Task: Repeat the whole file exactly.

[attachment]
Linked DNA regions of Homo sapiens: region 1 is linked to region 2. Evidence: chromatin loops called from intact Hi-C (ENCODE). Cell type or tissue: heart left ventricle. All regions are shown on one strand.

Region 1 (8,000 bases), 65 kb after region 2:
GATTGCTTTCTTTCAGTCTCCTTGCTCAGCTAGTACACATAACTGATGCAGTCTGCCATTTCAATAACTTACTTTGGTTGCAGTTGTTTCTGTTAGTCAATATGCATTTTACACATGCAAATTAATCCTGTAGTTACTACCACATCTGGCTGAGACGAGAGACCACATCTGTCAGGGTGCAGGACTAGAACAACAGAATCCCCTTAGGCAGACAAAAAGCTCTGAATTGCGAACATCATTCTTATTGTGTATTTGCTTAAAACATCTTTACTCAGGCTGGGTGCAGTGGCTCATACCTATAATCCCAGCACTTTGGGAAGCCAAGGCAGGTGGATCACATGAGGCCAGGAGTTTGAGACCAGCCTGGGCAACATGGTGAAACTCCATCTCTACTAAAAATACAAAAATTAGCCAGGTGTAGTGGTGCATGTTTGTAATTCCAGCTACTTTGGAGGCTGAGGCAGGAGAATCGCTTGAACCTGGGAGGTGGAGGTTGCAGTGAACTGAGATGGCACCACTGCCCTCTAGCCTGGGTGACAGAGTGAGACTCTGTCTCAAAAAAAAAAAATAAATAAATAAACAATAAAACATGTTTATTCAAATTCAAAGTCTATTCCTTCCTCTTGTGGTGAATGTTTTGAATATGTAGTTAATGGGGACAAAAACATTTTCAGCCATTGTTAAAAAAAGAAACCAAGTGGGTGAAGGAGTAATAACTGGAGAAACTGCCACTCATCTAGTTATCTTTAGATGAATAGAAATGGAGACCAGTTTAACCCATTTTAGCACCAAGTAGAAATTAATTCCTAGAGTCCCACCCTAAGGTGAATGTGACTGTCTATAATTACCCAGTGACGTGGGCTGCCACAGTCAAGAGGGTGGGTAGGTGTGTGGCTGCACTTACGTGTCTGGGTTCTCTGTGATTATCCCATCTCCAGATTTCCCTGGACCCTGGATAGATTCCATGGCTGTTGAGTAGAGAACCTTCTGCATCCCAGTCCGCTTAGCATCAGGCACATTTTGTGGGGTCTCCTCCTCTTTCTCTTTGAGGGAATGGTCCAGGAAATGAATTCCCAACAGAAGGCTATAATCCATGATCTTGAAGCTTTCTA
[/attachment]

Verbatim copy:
Linked DNA regions of Homo sapiens: region 1 is linked to region 2. Evidence: chromatin loops called from intact Hi-C (ENCODE). Cell type or tissue: heart left ventricle. All regions are shown on one strand.

Region 1 (8,000 bases), 65 kb after region 2:
GATTGCTTTCTTTCAGTCTCCTTGCTCAGCTAGTACACATAACTGATGCAGTCTGCCATTTCAATAACTTACTTTGGTTGCAGTTGTTTCTGTTAGTCAATATGCATTTTACACATGCAAATTAATCCTGTAGTTACTACCACATCTGGCTGAGACGAGAGACCACATCTGTCAGGGTGCAGGACTAGAACAACAGAATCCCCTTAGGCAGACAAAAAGCTCTGAATTGCGAACATCATTCTTATTGTGTATTTGCTTAAAACATCTTTACTCAGGCTGGGTGCAGTGGCTCATACCTATAATCCCAGCACTTTGGGAAGCCAAGGCAGGTGGATCACATGAGGCCAGGAGTTTGAGACCAGCCTGGGCAACATGGTGAAACTCCATCTCTACTAAAAATACAAAAATTAGCCAGGTGTAGTGGTGCATGTTTGTAATTCCAGCTACTTTGGAGGCTGAGGCAGGAGAATCGCTTGAACCTGGGAGGTGGAGGTTGCAGTGAACTGAGATGGCACCACTGCCCTCTAGCCTGGGTGACAGAGTGAGACTCTGTCTCAAAAAAAAAAAATAAATAAATAAACAATAAAACATGTTTATTCAAATTCAAAGTCTATTCCTTCCTCTTGTGGTGAATGTTTTGAATATGTAGTTAATGGGGACAAAAACATTTTCAGCCATTGTTAAAAAAAGAAACCAAGTGGGTGAAGGAGTAATAACTGGAGAAACTGCCACTCATCTAGTTATCTTTAGATGAATAGAAATGGAGACCAGTTTAACCCATTTTAGCACCAAGTAGAAATTAATTCCTAGAGTCCCACCCTAAGGTGAATGTGACTGTCTATAATTACCCAGTGACGTGGGCTGCCACAGTCAAGAGGGTGGGTAGGTGTGTGGCTGCACTTACGTGTCTGGGTTCTCTGTGATTATCCCATCTCCAGATTTCCCTGGACCCTGGATAGATTCCATGGCTGTTGAGTAGAGAACCTTCTGCATCCCAGTCCGCTTAGCATCAGGCACATTTTGTGGGGTCTCCTCCTCTTTCTCTTTGAGGGAATGGTCCAGGAAATGAATTCCCAACAGAAGGCTATAATCCATGATCTTGAAGCTTTCTA